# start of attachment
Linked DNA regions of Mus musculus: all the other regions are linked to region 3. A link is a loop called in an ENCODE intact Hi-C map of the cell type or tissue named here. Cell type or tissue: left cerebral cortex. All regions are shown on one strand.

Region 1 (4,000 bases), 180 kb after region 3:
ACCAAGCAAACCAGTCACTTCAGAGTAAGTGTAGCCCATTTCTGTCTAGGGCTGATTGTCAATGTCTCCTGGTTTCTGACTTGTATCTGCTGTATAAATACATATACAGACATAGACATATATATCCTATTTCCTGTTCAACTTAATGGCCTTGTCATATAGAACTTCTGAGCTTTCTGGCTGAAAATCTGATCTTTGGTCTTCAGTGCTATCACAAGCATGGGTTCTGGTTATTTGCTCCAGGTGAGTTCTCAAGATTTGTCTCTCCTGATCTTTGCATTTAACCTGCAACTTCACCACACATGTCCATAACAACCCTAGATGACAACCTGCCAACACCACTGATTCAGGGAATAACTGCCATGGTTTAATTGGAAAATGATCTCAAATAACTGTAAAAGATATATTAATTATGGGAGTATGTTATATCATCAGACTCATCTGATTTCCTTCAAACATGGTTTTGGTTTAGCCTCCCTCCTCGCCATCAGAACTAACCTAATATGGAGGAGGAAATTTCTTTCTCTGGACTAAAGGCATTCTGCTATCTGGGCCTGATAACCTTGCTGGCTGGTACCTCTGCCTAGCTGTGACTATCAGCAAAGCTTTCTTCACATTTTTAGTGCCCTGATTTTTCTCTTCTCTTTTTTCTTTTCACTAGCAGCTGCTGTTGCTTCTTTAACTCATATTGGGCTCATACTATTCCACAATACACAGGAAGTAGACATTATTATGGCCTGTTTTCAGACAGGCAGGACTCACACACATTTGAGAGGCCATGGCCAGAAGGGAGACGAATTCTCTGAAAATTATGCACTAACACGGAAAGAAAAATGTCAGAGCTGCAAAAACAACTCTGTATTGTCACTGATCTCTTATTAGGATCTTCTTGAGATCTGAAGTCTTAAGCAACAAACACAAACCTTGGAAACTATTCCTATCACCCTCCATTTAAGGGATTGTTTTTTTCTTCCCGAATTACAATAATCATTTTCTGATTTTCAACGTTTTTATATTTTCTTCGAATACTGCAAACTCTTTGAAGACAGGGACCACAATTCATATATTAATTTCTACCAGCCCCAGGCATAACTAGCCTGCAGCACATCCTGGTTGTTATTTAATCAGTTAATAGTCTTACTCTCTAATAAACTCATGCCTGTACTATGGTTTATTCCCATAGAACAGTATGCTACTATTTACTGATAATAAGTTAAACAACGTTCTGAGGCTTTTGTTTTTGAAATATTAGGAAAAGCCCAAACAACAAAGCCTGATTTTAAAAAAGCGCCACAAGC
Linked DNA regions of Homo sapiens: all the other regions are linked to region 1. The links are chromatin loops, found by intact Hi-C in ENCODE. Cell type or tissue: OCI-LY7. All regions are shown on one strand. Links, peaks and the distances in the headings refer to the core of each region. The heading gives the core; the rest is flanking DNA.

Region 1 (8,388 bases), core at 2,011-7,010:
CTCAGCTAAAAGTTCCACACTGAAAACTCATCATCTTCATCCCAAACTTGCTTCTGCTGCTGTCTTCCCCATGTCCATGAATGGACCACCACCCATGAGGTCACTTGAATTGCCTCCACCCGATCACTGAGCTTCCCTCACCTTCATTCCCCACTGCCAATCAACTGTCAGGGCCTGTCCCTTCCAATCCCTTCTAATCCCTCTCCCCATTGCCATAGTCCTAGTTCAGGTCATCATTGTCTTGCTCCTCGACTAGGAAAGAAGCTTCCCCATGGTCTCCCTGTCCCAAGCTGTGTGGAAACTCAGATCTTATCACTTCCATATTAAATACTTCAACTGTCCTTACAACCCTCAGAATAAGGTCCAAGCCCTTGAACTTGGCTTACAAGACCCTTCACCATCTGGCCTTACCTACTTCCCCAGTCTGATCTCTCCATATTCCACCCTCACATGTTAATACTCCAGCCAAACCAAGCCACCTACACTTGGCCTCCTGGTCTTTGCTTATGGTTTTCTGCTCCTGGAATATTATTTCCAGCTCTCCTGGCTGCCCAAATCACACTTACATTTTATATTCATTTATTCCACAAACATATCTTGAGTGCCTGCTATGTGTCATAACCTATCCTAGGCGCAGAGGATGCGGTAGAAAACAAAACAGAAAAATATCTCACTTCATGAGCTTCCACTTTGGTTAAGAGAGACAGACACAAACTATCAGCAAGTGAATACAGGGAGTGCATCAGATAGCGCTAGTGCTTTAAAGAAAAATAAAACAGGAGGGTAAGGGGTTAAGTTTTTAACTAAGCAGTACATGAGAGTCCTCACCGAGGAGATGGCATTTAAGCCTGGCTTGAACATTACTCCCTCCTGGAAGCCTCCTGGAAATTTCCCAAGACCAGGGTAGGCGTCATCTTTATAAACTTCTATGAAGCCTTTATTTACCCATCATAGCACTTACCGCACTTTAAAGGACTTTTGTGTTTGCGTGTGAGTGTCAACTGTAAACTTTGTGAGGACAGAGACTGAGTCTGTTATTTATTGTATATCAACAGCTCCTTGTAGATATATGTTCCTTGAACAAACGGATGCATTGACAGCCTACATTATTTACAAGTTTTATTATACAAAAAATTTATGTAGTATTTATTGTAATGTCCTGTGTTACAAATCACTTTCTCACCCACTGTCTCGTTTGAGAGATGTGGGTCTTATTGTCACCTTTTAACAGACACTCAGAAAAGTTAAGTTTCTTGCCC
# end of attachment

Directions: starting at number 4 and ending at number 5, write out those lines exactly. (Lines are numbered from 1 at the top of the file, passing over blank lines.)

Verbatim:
Linked DNA regions of Homo sapiens: all the other regions are linked to region 1. The links are chromatin loops, found by intact Hi-C in ENCODE. Cell type or tissue: OCI-LY7. All regions are shown on one strand. Links, peaks and the distances in the headings refer to the core of each region. The heading gives the core; the rest is flanking DNA.

Region 1 (8,388 bases), core at 2,011-7,010: